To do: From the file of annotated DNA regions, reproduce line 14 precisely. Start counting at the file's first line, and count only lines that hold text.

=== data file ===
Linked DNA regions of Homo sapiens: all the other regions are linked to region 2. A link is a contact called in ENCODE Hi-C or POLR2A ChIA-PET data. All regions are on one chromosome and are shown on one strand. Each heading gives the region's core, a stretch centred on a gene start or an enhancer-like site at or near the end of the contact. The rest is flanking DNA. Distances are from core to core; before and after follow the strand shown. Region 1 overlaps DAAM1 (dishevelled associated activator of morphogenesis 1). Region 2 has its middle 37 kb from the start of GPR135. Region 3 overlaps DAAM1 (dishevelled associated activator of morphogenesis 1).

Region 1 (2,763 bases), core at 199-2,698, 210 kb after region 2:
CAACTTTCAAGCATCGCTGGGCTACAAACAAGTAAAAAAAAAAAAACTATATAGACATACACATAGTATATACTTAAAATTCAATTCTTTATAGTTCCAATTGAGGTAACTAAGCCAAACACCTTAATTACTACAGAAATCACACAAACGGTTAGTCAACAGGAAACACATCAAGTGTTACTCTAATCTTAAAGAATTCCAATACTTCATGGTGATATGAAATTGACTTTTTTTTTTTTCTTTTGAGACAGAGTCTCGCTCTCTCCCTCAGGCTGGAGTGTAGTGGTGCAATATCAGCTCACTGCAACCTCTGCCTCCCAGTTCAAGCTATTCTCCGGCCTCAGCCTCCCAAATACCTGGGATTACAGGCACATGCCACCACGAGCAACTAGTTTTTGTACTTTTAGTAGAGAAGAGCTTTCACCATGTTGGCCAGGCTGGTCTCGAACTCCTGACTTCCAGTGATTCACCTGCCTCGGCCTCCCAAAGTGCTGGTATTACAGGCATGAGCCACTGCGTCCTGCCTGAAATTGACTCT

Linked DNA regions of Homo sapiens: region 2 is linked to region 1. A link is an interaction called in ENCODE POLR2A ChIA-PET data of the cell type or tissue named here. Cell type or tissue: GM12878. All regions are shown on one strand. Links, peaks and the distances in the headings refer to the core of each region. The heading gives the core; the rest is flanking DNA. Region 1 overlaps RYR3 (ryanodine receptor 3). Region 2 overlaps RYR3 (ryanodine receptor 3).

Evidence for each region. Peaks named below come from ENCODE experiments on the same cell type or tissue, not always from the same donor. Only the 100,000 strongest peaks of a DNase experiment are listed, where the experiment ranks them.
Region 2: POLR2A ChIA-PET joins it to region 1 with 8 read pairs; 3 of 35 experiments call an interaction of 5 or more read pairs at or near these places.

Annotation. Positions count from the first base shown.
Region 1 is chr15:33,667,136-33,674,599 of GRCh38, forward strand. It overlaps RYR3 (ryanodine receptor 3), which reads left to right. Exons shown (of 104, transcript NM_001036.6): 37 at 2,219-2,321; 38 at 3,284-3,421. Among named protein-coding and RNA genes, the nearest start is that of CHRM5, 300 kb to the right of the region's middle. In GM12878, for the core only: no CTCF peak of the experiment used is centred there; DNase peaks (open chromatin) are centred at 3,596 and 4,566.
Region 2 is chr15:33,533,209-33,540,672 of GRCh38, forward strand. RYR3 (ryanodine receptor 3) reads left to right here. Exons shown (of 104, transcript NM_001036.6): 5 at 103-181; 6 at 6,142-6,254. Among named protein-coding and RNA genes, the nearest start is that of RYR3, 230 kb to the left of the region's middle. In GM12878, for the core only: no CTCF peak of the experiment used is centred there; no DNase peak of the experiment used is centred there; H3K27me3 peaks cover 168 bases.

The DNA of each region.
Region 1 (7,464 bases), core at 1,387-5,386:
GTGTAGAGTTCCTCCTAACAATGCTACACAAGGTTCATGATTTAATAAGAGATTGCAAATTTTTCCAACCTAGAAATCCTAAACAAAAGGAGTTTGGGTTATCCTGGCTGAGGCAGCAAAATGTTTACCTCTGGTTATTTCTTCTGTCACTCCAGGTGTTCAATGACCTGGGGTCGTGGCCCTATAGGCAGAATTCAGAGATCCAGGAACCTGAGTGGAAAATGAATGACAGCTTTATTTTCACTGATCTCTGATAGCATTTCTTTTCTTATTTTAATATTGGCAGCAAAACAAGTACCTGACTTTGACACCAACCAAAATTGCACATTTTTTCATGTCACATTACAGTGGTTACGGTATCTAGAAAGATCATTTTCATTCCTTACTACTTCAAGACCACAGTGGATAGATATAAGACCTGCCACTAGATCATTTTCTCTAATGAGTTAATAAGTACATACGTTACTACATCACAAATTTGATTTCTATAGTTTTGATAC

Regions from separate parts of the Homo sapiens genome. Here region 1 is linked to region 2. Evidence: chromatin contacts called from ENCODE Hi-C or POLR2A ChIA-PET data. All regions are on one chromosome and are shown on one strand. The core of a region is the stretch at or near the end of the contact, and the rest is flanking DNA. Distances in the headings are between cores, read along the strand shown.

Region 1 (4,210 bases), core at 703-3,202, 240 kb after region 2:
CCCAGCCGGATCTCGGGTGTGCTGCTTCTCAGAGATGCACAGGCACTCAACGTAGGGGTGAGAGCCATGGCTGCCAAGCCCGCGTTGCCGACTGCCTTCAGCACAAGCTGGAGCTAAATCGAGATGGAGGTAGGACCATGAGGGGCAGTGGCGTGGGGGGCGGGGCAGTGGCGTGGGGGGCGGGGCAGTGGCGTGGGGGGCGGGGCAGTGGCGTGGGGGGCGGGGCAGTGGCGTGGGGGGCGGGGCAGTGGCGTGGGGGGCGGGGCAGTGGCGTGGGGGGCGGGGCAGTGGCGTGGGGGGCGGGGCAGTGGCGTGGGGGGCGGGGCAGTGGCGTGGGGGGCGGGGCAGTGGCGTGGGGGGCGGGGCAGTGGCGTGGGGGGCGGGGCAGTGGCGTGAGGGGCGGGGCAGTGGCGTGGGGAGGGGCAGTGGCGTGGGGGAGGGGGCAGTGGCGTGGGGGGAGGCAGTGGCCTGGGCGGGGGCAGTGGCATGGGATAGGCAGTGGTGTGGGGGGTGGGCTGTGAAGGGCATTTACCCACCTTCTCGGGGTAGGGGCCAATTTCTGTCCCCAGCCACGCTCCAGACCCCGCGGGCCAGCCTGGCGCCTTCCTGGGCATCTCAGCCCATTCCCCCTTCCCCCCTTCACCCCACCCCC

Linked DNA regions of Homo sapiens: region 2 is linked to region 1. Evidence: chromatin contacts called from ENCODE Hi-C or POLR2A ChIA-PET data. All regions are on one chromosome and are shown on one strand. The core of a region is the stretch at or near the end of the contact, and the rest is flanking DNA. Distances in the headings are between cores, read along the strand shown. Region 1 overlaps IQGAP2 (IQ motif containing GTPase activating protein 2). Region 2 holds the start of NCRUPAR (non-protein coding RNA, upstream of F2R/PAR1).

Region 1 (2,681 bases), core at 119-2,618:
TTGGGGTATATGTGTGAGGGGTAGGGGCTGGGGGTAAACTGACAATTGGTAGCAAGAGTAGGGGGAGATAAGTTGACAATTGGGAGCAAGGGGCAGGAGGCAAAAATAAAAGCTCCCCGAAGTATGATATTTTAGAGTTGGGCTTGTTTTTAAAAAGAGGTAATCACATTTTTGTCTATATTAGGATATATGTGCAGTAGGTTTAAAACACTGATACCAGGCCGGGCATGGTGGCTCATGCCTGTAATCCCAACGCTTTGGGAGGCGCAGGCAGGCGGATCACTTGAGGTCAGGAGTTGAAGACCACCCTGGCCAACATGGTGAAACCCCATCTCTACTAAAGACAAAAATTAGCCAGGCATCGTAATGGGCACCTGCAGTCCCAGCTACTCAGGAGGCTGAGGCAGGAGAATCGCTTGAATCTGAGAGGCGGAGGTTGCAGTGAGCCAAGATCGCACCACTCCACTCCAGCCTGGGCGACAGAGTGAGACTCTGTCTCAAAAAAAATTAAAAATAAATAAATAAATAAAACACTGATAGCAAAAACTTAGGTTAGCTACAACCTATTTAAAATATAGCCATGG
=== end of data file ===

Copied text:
Region 1 (4,210 bases), core at 703-3,202, 240 kb after region 2: